Albany Normal School, now the University at Albany, was the first Normal School in the State of New York and the third in the United States.
Opening December 18, 1844, Albany Normal offered a two-year teacher preparatory program, modeled on l’Ecole Normale Superieure in France. The goal was to educate and train school teachers in the science of education and the art of teaching for teaching positions in New York as well as the rest of the U.S.
In her letters [some of which will be in the next posts] from Albany State Normal to her parents, Emma Austin mentioned Dr. Alden and Professor Husted.
Dr. Joseph Alden
Dr. Alden was the first president of Albany Normal School from 1867–1882. He wrote more than seventy books, including—Christian Ethics or the Science of Duty, The Science of Government, and Thoughts on the Religious Life.
Alden was a firm believer that the study of the English language was just as important as the study of Latin and Greek.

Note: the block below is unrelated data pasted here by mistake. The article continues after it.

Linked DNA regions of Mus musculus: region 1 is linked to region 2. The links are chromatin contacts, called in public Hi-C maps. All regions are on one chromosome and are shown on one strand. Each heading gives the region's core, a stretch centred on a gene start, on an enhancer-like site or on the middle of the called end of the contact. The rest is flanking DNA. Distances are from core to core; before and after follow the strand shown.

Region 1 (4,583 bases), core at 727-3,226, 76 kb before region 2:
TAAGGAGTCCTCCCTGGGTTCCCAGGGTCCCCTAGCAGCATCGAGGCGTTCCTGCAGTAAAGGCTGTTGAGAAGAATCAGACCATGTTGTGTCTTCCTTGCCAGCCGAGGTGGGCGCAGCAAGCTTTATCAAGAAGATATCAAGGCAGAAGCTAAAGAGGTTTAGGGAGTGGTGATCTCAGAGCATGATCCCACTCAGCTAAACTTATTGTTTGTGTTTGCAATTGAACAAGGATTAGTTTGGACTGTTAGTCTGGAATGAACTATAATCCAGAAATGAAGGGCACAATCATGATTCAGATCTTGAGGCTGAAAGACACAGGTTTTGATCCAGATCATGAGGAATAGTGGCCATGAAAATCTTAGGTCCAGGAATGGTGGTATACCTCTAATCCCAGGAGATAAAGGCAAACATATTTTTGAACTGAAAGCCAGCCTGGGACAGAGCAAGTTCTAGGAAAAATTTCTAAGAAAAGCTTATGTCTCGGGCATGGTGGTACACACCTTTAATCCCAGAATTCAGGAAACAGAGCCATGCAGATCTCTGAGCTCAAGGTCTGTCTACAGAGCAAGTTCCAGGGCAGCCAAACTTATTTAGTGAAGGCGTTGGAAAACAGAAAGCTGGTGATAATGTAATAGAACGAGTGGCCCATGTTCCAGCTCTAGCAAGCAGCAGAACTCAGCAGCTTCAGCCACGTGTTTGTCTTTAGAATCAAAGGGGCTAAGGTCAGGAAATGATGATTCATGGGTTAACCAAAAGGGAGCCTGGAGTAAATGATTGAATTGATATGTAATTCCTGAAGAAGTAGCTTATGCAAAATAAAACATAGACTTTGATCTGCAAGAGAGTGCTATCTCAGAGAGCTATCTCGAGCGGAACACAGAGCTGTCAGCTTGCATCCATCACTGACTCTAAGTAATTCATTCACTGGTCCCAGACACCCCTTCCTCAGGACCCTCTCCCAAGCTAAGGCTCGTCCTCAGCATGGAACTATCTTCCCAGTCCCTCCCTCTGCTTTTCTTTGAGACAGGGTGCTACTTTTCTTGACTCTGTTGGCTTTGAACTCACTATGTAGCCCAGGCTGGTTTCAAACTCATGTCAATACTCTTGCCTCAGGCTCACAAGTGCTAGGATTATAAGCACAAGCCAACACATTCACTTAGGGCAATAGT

President Alden is perhaps best known for his championing of women faculty who, he believed, should be “paid for the work done and not for the sex of the worker.” Alden was also concerned about improving the living conditions of female students.
Albert N. Husted, was appointed a math instructor about 1855, but then resigned his position to join the Union during the Civil War, and mustered into Company E, on September 6, 1862, as a 2nd Lieutenant. Captain Albert N. Husted returned as a Math Professor in November 1864, at a salary of $1,000 per year.—albany.edu.